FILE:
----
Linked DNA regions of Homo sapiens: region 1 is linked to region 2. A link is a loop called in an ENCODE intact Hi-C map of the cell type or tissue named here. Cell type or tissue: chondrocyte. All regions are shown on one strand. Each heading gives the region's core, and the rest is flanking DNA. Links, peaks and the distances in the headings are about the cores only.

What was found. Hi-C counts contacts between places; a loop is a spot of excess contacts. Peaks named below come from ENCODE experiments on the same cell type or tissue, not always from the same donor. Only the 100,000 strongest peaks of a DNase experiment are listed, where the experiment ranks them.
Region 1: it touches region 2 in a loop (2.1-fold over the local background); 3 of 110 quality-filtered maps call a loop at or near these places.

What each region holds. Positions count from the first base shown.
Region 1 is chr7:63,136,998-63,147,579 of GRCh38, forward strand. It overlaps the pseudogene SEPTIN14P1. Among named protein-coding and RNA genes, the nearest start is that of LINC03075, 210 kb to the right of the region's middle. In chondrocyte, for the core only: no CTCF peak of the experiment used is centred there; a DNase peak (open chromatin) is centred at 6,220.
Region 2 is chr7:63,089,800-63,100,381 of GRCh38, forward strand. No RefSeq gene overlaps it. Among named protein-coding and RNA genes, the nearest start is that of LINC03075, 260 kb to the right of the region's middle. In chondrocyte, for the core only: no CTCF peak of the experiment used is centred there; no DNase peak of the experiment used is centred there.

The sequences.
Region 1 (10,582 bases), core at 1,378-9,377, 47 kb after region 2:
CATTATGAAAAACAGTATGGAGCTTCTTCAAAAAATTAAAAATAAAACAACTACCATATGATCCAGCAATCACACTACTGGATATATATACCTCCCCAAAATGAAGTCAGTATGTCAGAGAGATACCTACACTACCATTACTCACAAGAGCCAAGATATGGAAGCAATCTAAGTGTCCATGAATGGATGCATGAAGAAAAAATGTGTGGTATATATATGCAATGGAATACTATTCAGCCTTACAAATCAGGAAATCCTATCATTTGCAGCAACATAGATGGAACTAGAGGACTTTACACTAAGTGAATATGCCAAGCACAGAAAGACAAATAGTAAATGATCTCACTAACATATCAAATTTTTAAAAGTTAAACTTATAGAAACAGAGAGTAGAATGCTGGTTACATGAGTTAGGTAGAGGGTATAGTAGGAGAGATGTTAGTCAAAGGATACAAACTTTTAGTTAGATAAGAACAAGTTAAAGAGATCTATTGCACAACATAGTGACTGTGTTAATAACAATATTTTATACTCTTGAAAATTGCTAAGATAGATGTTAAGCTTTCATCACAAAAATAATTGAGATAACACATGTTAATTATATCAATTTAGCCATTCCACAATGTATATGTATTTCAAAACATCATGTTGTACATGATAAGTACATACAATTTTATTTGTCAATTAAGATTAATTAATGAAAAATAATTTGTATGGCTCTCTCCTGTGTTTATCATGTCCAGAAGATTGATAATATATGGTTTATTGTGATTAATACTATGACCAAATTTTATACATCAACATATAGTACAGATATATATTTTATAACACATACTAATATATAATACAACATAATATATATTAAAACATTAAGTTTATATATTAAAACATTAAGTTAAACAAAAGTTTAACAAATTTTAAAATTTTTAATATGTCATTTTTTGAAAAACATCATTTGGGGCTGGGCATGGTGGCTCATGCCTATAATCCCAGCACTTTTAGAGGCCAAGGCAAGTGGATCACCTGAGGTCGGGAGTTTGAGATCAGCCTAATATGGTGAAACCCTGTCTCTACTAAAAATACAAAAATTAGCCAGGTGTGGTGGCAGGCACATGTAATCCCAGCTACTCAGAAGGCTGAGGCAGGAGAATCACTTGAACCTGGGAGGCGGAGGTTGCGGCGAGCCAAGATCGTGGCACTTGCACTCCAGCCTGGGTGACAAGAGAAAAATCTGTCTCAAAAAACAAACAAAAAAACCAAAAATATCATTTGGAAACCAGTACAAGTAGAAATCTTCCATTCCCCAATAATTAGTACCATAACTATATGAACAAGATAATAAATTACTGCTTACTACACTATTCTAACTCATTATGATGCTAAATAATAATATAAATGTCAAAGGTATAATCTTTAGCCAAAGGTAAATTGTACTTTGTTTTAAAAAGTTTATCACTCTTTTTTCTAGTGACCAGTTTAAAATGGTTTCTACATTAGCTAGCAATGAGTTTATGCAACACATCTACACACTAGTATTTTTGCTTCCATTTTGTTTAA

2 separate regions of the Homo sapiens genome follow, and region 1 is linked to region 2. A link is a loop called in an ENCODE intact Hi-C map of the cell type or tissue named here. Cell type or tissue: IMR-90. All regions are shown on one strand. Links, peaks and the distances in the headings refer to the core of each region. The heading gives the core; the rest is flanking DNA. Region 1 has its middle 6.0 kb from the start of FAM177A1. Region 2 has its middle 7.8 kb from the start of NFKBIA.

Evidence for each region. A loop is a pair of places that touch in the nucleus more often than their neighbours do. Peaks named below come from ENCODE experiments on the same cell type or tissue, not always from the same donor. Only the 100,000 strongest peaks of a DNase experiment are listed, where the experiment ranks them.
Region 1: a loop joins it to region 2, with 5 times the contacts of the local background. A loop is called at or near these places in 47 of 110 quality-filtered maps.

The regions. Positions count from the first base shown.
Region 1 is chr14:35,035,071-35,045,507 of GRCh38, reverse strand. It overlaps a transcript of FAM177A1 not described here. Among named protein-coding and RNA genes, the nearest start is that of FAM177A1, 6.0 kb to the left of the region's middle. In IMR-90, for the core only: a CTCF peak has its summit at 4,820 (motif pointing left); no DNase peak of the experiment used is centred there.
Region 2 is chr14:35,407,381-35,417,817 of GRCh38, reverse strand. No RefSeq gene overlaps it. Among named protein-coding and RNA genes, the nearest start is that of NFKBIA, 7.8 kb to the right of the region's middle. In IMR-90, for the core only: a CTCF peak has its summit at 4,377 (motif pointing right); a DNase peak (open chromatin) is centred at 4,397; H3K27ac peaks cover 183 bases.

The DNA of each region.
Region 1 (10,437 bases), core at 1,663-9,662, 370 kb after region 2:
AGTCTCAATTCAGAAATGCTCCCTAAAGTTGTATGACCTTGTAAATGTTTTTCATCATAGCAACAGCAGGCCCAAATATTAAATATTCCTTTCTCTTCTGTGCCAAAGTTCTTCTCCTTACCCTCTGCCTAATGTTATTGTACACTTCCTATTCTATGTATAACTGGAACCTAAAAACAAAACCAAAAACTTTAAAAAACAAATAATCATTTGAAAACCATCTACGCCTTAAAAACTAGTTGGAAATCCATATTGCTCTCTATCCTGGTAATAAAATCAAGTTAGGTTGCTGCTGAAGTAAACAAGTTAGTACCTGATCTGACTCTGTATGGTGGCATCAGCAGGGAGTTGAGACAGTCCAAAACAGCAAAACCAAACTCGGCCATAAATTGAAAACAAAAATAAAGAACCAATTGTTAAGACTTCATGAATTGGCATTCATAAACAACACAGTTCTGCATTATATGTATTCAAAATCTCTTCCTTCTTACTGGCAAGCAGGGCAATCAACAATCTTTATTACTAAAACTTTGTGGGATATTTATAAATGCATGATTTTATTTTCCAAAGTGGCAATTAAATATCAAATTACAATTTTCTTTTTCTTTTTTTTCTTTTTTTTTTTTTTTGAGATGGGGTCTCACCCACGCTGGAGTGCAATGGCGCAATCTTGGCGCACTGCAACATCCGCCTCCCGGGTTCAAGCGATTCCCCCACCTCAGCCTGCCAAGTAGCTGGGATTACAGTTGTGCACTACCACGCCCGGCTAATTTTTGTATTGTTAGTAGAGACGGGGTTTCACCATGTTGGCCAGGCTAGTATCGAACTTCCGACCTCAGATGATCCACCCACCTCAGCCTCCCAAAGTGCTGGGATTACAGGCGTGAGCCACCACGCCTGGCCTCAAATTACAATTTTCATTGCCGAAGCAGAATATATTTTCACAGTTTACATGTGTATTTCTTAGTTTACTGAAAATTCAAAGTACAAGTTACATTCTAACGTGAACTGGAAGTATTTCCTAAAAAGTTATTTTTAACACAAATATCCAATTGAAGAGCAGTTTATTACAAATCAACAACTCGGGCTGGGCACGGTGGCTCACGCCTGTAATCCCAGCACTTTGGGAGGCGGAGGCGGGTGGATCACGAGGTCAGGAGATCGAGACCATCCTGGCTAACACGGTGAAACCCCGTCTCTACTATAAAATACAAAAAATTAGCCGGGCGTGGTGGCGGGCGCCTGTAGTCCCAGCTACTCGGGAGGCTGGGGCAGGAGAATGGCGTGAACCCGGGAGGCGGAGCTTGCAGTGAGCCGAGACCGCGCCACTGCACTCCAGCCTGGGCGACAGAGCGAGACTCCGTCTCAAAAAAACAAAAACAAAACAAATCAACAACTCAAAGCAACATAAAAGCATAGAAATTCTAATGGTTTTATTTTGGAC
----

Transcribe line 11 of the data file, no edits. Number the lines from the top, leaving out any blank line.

Evidence for each region. A loop is a pair of places that touch in the nucleus more often than their neighbours do. Peaks named below come from ENCODE experiments on the same cell type or tissue, not always from the same donor. Only the 100,000 strongest peaks of a DNase experiment are listed, where the experiment ranks them.